Incoming IMF chief Christine Lagarde says negative rates have helped Europe more than they’ve hurt. I disagree.
The nearly always wrong Christine Lagarde is wrong once again.
Today she claims Negative Rates Have Helped Europe More Than They’ve Hurt.
The next head of the European Central Bank, Christine Lagarde, appears to be as much of a fan of negative interest rates as the current chief, Mario Draghi.
European banks have complained about the impact on profitability, but even there the current managing director of the International Monetary Fund defended the move.
“On the one hand, banks may decide to pass the negative deposit rate on to depositors, lowering the interest rates the latter get on their savings,” she wrote. “On the other hand, the same depositors are also consumers, workers, and borrowers. As such they benefit from stronger economic momentum, lower unemployment and lower borrowing costs. All things considered, in the absence of the unconventional monetary policy adopted by the ECB – including the introduction of negative interest rates – euro area citizens would be, overall, worse off.”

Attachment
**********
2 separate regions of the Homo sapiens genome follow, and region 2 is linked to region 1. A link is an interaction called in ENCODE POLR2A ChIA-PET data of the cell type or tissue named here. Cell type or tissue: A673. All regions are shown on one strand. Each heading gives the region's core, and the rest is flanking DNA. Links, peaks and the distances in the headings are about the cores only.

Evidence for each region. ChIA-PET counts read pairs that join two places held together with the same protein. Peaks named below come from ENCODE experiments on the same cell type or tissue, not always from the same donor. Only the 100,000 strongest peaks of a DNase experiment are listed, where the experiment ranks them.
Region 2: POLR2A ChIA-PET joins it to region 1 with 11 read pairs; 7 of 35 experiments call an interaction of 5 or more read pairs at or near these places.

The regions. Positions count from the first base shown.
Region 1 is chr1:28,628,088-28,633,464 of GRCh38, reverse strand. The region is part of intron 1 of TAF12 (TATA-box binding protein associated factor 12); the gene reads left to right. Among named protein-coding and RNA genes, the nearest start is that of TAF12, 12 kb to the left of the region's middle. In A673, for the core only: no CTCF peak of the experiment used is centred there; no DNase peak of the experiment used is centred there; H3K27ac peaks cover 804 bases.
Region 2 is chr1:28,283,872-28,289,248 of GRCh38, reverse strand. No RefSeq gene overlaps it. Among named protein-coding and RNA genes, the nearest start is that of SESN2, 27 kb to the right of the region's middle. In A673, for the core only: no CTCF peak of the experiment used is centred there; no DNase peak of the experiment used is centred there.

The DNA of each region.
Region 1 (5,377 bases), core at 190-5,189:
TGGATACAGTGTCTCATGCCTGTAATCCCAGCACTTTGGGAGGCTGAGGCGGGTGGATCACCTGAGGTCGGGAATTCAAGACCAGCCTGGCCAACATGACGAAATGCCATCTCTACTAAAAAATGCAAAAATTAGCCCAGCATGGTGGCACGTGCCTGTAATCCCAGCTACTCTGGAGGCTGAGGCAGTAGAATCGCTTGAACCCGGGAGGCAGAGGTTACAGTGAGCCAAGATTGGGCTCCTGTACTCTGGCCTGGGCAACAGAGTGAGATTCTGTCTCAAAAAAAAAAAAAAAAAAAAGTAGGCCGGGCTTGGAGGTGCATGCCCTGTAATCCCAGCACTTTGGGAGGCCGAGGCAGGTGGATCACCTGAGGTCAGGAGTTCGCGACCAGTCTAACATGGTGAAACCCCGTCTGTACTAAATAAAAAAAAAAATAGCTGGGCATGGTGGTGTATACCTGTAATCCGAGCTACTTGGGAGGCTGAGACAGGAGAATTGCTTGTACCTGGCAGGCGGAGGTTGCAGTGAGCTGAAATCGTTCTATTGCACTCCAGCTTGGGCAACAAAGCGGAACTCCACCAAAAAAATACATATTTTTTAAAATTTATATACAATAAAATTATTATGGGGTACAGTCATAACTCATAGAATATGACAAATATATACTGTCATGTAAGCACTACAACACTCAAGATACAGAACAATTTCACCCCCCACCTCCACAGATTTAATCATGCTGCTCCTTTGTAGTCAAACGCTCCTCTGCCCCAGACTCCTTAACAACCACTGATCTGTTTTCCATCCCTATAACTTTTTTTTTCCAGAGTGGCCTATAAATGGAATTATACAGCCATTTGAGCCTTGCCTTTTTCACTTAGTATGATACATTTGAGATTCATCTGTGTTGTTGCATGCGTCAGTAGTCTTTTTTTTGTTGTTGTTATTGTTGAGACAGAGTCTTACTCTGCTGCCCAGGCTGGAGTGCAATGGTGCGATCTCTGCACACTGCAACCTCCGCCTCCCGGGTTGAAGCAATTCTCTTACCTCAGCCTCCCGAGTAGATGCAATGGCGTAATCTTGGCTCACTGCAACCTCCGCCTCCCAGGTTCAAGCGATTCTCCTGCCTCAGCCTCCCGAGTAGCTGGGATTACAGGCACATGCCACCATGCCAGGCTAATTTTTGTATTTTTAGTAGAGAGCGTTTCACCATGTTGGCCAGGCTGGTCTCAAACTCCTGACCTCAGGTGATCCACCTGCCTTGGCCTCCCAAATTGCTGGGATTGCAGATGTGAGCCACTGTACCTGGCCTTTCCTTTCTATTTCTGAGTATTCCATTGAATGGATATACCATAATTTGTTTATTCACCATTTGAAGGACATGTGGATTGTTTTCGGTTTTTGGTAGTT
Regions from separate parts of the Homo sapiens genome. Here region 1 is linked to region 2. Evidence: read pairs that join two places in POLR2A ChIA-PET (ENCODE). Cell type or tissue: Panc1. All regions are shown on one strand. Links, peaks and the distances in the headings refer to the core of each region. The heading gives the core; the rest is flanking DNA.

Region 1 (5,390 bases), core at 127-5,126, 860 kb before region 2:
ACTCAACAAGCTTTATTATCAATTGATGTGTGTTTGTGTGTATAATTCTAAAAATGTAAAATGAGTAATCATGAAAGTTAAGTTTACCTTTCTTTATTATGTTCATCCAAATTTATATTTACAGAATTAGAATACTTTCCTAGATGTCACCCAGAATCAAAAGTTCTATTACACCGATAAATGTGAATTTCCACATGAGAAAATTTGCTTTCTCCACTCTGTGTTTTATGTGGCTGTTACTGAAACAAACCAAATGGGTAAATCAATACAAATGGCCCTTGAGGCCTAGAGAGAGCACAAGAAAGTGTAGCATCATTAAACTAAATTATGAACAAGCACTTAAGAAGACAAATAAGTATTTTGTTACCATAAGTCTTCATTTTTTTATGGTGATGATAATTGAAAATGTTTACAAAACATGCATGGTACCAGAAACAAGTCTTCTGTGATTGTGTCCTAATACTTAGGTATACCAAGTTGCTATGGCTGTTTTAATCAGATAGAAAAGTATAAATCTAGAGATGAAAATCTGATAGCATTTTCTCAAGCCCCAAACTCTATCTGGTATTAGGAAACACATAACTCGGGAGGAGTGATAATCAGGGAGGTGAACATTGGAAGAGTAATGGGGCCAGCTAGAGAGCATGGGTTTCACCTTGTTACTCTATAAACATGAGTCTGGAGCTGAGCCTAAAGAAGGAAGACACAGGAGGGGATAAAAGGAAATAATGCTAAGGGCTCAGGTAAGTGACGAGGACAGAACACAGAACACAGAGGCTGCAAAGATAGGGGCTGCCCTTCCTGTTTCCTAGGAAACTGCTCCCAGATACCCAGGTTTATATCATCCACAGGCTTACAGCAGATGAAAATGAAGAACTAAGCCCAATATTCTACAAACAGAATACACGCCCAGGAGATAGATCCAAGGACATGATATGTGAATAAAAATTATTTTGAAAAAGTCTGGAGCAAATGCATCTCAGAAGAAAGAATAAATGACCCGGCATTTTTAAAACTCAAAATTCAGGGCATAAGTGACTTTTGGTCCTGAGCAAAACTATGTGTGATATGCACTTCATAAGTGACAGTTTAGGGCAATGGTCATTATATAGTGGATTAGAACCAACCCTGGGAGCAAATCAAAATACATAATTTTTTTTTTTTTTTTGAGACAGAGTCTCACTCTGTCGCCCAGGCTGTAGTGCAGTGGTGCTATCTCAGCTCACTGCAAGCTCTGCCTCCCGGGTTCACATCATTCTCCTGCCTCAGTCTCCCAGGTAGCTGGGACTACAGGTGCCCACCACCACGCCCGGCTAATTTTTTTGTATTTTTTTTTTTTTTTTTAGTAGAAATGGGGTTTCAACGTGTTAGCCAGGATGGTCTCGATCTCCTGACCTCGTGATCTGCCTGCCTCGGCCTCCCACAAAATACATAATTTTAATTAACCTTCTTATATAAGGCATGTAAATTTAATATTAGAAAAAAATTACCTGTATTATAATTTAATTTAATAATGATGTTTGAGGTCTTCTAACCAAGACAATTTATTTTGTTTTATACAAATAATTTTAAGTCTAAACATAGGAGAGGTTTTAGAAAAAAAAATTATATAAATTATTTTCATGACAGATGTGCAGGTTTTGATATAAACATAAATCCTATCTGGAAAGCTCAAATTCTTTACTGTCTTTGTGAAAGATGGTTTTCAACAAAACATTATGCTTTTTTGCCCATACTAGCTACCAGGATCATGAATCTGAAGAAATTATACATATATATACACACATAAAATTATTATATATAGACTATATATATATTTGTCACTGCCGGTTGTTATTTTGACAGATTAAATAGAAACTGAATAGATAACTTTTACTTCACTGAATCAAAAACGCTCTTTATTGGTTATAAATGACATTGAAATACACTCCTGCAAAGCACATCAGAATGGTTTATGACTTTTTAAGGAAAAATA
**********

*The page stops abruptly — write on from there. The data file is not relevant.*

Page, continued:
Negative Rates Actually Cut Lending
Research shows Negative Rates Actually Cut Lending.
Central banks’ negative interest rates were supposed to increase spending, stop deflation and stimulate the economy. They may have done the exact opposite.
According to research from the University of Bath, central banks charging commercial banks to hold excess cash reserves have actually decreased lending. That’s because the additional costs reduce banks’ profit margins, leading to a drop in loan growth.
“This is a good example of unintended consequences,” said Dr. Ru Xie of the university’s School of Management, one of the study’s authors. “Negative interest rate policy has backfired, particularly in an environment where banks are already struggling with profitability.”
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